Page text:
By Dr. Bart DiLiddo
The current bull market celebrated its fifth birthday earlier this week and brings up the question as to how long it will last. In order to answer this question, we would need to know when the next bear market begins. VectorVest did it in 2007. Can we do it again?
A bear market is defined as a 20% drop in a major index, e.g., DJIA or SPX, which lasts at least two months. The last bear market began on October 10, 2007 when the DJIA and SPX closed at bull market highs. The Price of VectorVest’s Market Index Composite closed at an all-time high of $31.44 on July 13, 2007; then it hit an intraday high of $31.84 on October 11, 2007. VectorVest issued a Confirmed Down (C/Dn) signal on November 1, 2007 and I wrote an essay on Contra ETFs on November 2, 2007. As a post script, I wrote:
"The Confirmed Down signal that we received yesterday could be the entrée to a long Bear Market. We aren't there yet because earnings are still rising according to our method of analysis. Yet, we no longer appear to have the support of an accommodative Fed and that can make things very bad for the stock market. So don't be deceived by the endless parade of experts who will appear on TV and other places telling you to buy stocks. This is not the time to buy stocks. Just follow our Market Timing System and it will tell us when to go long again. At that time, we should be getting some wonderful bargains."
Wonderful was an understatement. We got the buying opportunity of a lifetime when stock prices exploded on March 10, 2009. So where are we now?
The Price of the VectorVest’s Market Composite Index (VVC) closed at an all-time high of $37.73 on March 6, 2014 then promptly reversed direction, moving lower week-over-week for two consecutive weeks.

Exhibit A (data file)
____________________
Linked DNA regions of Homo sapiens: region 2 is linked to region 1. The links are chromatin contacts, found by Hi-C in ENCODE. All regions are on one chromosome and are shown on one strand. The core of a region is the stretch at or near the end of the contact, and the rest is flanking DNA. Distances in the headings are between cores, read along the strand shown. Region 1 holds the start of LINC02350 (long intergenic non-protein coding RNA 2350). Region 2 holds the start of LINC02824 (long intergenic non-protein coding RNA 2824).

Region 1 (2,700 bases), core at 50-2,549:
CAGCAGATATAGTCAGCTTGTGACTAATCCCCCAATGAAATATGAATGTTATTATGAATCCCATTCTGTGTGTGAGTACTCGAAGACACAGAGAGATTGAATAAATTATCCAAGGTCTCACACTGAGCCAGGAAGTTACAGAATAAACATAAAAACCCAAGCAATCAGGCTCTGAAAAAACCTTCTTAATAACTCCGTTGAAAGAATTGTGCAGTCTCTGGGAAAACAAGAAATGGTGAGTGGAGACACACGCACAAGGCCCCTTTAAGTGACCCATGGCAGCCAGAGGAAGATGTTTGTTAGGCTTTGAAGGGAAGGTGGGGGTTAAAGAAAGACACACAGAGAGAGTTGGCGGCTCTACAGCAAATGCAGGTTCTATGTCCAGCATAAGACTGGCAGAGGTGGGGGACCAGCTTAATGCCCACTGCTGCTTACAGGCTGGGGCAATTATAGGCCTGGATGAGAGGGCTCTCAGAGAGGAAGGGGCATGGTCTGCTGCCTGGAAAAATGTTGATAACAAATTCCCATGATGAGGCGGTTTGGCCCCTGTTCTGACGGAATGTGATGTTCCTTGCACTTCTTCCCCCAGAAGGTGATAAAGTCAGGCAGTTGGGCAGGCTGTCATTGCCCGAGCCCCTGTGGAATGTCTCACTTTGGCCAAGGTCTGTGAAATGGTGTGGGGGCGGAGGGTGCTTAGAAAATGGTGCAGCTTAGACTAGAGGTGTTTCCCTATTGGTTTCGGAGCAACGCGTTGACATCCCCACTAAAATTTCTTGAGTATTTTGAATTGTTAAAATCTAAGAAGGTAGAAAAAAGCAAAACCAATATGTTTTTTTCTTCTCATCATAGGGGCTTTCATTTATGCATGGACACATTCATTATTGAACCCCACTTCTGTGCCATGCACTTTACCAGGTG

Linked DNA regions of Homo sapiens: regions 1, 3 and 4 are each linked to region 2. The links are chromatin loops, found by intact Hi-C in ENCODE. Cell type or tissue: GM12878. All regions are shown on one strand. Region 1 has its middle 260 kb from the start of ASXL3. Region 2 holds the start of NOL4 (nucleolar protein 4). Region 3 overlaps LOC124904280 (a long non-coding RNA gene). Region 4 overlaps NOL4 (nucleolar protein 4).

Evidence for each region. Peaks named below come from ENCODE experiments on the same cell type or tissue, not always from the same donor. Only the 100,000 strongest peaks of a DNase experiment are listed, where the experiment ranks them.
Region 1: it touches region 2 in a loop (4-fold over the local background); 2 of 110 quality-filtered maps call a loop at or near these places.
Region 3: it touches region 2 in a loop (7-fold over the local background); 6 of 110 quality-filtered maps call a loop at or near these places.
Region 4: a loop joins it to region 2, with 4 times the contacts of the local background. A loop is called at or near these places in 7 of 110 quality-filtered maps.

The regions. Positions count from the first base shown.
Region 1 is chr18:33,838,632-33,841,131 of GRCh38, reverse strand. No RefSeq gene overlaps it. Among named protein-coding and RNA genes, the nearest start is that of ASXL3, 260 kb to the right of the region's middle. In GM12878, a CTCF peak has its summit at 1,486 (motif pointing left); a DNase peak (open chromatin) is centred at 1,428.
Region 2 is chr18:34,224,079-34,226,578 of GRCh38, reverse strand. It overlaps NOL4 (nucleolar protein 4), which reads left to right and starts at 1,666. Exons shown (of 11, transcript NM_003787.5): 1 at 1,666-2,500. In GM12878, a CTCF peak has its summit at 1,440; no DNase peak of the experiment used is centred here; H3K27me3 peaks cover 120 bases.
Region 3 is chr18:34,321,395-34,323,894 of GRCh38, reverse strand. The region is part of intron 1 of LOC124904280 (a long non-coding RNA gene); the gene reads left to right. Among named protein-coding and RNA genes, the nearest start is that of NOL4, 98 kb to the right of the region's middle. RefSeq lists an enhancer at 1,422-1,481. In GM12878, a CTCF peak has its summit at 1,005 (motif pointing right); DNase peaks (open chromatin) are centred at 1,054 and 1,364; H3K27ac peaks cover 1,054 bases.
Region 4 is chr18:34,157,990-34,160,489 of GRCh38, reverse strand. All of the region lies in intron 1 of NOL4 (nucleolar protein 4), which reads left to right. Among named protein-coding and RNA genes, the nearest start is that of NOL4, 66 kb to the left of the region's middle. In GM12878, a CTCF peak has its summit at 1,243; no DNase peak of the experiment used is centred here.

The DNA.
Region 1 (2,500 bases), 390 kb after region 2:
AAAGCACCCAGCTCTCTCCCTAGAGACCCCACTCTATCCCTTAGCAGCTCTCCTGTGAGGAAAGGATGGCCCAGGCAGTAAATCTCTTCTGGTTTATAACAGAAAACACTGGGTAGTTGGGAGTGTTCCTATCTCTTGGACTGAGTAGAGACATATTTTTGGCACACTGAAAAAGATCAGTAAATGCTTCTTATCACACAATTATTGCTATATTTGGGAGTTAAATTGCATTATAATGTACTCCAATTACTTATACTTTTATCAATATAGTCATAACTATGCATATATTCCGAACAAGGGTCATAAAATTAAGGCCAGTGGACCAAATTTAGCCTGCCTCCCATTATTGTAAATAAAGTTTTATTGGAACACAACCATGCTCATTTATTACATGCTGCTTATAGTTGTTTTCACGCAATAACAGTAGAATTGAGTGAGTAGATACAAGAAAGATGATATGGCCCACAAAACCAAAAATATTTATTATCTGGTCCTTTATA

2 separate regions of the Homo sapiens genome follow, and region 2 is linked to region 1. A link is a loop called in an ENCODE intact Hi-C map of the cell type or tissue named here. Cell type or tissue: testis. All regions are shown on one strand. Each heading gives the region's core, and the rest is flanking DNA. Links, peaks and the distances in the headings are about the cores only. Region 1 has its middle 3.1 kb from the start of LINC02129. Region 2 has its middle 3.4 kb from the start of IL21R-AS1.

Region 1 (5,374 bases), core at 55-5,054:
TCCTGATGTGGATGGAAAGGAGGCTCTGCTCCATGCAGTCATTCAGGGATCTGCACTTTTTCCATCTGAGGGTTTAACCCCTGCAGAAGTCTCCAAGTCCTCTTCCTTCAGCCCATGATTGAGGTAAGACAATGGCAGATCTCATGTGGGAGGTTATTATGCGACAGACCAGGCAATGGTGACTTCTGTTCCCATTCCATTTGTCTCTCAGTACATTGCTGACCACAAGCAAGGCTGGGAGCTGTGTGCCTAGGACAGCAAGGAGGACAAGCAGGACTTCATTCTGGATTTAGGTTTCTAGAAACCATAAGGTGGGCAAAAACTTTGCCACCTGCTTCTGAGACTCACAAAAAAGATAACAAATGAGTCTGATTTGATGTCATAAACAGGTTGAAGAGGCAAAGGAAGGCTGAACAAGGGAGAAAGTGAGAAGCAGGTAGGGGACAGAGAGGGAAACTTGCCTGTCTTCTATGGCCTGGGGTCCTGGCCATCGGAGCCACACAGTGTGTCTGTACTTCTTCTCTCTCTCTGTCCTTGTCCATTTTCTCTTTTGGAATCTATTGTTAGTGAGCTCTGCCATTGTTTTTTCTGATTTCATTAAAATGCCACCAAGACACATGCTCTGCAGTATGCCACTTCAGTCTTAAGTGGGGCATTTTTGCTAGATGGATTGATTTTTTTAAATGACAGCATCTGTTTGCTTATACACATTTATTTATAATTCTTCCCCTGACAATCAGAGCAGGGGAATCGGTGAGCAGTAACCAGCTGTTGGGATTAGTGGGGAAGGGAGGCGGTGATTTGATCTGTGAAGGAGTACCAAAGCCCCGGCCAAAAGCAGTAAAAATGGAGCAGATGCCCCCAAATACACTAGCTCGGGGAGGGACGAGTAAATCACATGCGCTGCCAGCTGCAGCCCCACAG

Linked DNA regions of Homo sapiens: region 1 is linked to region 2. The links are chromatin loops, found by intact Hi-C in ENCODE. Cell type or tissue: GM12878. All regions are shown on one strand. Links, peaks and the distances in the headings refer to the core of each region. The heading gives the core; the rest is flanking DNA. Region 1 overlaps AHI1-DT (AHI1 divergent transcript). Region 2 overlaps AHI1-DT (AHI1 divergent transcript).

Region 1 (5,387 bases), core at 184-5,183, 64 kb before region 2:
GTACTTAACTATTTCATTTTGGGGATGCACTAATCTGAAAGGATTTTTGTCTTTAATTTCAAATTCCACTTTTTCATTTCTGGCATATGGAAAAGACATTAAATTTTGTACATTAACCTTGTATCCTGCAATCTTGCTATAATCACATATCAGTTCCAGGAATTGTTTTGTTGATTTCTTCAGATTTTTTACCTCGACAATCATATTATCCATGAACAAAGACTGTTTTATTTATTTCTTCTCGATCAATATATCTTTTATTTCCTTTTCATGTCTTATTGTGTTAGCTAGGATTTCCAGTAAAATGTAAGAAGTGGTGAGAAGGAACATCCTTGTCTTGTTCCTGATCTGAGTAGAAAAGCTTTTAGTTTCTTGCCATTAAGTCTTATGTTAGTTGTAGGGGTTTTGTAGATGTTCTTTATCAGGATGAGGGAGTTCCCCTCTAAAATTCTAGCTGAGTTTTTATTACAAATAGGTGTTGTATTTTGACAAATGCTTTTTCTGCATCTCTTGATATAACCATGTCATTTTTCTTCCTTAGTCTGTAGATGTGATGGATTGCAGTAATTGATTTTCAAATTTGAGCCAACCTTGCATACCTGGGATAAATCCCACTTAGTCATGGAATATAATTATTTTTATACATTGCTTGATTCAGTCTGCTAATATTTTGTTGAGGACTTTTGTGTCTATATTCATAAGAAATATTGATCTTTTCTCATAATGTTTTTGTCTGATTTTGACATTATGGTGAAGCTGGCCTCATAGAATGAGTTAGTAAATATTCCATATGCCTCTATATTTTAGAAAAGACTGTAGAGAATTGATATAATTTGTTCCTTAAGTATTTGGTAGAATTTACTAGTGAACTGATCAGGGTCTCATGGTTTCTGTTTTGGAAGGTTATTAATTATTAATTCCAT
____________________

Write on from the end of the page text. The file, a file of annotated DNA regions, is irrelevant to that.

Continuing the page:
This drawdown has prompted a barrage of opinions on where the market is heading. Recently, I watched Mr. Steven Liesman, CNBC Senior Economics Reporter, present a point-by-point declaration on why we shouldn't worry about stock prices. Following him, however, was Mr. Marc Faber, editor of the "Gloom, Boom and Doom" report, who said U.S. stocks could drop 30 to 40 percent.
You can argue the effects of economic and geopolitical events on the market all you want, but it won't help you predict when a bear market will occur. The only thing that counts is whether the trend of forecasted earnings is going up or down. This information is presented each week in VectorVest’s Market Climate Report. This report is focused on the three factors driving the market – earnings, interest and inflation. This information is also presented graphically in VectorVest’s Market Climate Graph shown below.
This graph gives us a sense of timing because we can watch it move up or down. A bullish stock market scenario will prevail as long as the Forecasted Earnings Trending Indicator is above 1.00. Currently, the Climate Graph is showing us that this indicator was essentially flat, at 1.06, from August 24, 2012 to August 30, 2013. Then, much to my surprise, it trended higher up to 1.12 on January 3, 2014 and stayed at that level until January 31, 2014. Now it's trending lower and is down to 1.09.
Yes, analysts are reducing their forecasts and that's not good. But it's too early to worry. The EPS trend indicator moves slowly, so we won't be caught off guard when it goes below 1.00. Just as it did in 2007, VectorVest’s Market Timing System and Market Climate Report will give investors an early warning of the imminent arrival of The Next Bear Market. A warning that we’ll be sure to pass along.